Bowel Obstruction

Bowel obstruction happens when stool is mechanically or functionally blocked from progressing down the digestive tract. Bowel obstruction can also cause blood supply to the bowel to become completely or almost completely stopped, thus causing tissue damage and even tissue death.

Bowel Obstruction Symptoms

The symptoms of bowel obstruction are:

  • Abdominal pain
  • Vomiting
  • Lack of bowel movement as well as the urge to have bowel movement
  • Inability to pass flatus gas or to fart
  • Indigestion
  • Bad breath

Causes of Bowel Obstruction

Bowel obstruction is caused by:

  • Hernia
    Here, part of a bowel protrudes through an abnormal hole and becomes trapped.

  • Intussusception
    In infants and small children, one segment of the intestine can slip onto another segment and becomes blocked.

  • Cancer

  • Granulomatous processes
    In this condition, abnormal tissue growth can block the passage of intestinal content.

  • Impacted feces
    Hard stool can become lodged in the large bowel.

  • Swallowed objects
    Foreign objects that are accidentally swallowed can become lodged in the intestines.

  • Inflammatory diseases, such as Crohn’s disease and ulcerativie colitis

  • Toxic megacolon
    In this disease, the colon is enlarged to the point that the smooth stomach muscle does not work anymore.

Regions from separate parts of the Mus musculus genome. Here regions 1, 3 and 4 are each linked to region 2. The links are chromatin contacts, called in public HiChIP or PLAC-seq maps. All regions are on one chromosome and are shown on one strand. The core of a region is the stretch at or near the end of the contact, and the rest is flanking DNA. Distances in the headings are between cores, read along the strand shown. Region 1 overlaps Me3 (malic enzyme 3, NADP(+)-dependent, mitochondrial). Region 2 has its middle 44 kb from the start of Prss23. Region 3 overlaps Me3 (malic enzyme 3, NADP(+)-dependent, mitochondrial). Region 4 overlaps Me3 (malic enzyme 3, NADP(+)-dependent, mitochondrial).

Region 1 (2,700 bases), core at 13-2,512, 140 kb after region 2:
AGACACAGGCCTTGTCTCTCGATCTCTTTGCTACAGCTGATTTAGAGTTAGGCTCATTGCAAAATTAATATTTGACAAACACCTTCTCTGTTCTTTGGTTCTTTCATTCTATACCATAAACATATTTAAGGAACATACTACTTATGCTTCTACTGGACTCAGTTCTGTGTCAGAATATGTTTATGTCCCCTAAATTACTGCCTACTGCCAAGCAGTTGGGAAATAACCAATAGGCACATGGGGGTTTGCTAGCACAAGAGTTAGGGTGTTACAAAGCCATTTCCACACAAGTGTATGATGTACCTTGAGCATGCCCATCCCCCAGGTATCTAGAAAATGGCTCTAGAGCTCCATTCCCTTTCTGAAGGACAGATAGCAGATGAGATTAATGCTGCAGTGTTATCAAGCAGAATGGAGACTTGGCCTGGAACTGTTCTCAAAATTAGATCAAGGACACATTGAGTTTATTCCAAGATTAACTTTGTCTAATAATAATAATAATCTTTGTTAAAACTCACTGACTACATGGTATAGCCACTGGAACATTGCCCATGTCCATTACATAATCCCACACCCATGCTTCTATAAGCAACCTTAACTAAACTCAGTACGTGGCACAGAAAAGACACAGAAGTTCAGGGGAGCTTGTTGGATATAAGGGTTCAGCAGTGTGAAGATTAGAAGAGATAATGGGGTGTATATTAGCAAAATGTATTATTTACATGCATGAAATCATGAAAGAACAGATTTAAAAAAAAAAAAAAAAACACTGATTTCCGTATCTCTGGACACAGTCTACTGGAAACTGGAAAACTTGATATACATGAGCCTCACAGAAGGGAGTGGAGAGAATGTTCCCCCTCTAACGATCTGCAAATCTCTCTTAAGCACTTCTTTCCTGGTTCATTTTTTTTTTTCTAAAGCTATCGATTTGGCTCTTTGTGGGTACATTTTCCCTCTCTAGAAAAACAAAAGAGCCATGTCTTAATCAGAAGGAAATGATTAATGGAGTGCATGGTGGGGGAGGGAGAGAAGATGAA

• Volvulus or a twist in the colon

  • Gallstone ileus
    A large gallstone, often with diameter of 1 inch or larger, erodes through the gallbladder and becomes lodged in the intestine.

  • Side effect from previous surgery, such as:

    • Ileus
      A side effect of intestinal surgery or infection, ileus is the condition where the bowel stops working temporarily.

    • Adhesion
      The opening of the bowel is narrowed due to a previous abdominal surgery.

Treatment of Bowel Obstruction

The treatments for bowel obstruction depend on the severity of the condition and the cause of the obstruction:

  • Surgery
    Emergency surgery to remove the obstruction may be required, especially if tissue damage or death is present or imminent. Surgery may mean temporary or permanent colostomy, where an artificial opening in the colon is made to pass stool.

  • Barium-guided endoscopy, enema, or x-ray
    In cases of volvulus or twisted bowel and intussusception, this procedure may be able to undo the blockage.

  • Decompression of dilated colon
    For cases of functional blockage, such as ileus, resting of the bowel may help. Here, the stomach content is removed by pumping or suction and the patient is forbidden to eat or drink. An endoscopic procedure to decompress the dilated bowel may also be necessary.

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